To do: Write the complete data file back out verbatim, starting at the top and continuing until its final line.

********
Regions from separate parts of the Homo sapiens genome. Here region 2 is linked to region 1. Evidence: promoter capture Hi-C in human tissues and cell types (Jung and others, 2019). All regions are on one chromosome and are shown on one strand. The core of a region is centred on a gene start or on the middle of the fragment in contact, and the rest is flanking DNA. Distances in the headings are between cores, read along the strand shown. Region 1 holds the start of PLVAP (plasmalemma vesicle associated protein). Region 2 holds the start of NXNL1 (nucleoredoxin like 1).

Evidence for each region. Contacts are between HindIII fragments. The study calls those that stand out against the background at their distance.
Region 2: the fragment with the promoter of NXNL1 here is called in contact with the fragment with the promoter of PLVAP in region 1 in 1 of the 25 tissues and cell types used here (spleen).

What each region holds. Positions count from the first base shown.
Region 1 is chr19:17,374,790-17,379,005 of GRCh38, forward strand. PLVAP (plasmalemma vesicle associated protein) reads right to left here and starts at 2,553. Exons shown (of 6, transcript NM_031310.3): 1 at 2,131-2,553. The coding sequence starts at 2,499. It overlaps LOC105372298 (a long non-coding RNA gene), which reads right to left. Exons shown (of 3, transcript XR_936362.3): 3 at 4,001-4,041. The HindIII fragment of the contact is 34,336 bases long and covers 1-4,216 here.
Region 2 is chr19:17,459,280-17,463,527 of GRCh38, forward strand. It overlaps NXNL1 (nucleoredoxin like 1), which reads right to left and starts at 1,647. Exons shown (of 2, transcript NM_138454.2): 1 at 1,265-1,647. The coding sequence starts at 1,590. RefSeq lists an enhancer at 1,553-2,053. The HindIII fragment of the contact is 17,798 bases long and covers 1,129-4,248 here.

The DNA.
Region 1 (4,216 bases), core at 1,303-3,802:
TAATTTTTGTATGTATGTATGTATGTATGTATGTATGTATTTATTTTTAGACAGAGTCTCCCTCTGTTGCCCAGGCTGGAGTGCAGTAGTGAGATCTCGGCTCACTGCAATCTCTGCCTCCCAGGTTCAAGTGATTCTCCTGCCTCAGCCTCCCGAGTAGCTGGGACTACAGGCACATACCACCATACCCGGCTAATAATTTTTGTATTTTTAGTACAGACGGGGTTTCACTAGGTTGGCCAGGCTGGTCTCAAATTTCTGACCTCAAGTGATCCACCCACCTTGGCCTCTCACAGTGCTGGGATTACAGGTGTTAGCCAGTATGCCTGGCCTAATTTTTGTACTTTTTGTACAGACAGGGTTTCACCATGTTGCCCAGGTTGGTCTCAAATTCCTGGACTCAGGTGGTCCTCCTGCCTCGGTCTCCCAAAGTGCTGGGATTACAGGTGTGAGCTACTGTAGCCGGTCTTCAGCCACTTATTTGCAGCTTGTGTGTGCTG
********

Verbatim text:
Regions from separate parts of the Homo sapiens genome. Here region 2 is linked to region 1. Evidence: promoter capture Hi-C in human tissues and cell types (Jung and others, 2019). All regions are on one chromosome and are shown on one strand. The core of a region is centred on a gene start or on the middle of the fragment in contact, and the rest is flanking DNA. Distances in the headings are between cores, read along the strand shown. Region 1 holds the start of PLVAP (plasmalemma vesicle associated protein). Region 2 holds the start of NXNL1 (nucleoredoxin like 1).

Evidence for each region. Contacts are between HindIII fragments. The study calls those that stand out against the background at their distance.
Region 2: the fragment with the promoter of NXNL1 here is called in contact with the fragment with the promoter of PLVAP in region 1 in 1 of the 25 tissues and cell types used here (spleen).

What each region holds. Positions count from the first base shown.
Region 1 is chr19:17,374,790-17,379,005 of GRCh38, forward strand. PLVAP (plasmalemma vesicle associated protein) reads right to left here and starts at 2,553. Exons shown (of 6, transcript NM_031310.3): 1 at 2,131-2,553. The coding sequence starts at 2,499. It overlaps LOC105372298 (a long non-coding RNA gene), which reads right to left. Exons shown (of 3, transcript XR_936362.3): 3 at 4,001-4,041. The HindIII fragment of the contact is 34,336 bases long and covers 1-4,216 here.
Region 2 is chr19:17,459,280-17,463,527 of GRCh38, forward strand. It overlaps NXNL1 (nucleoredoxin like 1), which reads right to left and starts at 1,647. Exons shown (of 2, transcript NM_138454.2): 1 at 1,265-1,647. The coding sequence starts at 1,590. RefSeq lists an enhancer at 1,553-2,053. The HindIII fragment of the contact is 17,798 bases long and covers 1,129-4,248 here.

The DNA.
Region 1 (4,216 bases), core at 1,303-3,802:
TAATTTTTGTATGTATGTATGTATGTATGTATGTATGTATTTATTTTTAGACAGAGTCTCCCTCTGTTGCCCAGGCTGGAGTGCAGTAGTGAGATCTCGGCTCACTGCAATCTCTGCCTCCCAGGTTCAAGTGATTCTCCTGCCTCAGCCTCCCGAGTAGCTGGGACTACAGGCACATACCACCATACCCGGCTAATAATTTTTGTATTTTTAGTACAGACGGGGTTTCACTAGGTTGGCCAGGCTGGTCTCAAATTTCTGACCTCAAGTGATCCACCCACCTTGGCCTCTCACAGTGCTGGGATTACAGGTGTTAGCCAGTATGCCTGGCCTAATTTTTGTACTTTTTGTACAGACAGGGTTTCACCATGTTGCCCAGGTTGGTCTCAAATTCCTGGACTCAGGTGGTCCTCCTGCCTCGGTCTCCCAAAGTGCTGGGATTACAGGTGTGAGCTACTGTAGCCGGTCTTCAGCCACTTATTTGCAGCTTGTGTGTGCTG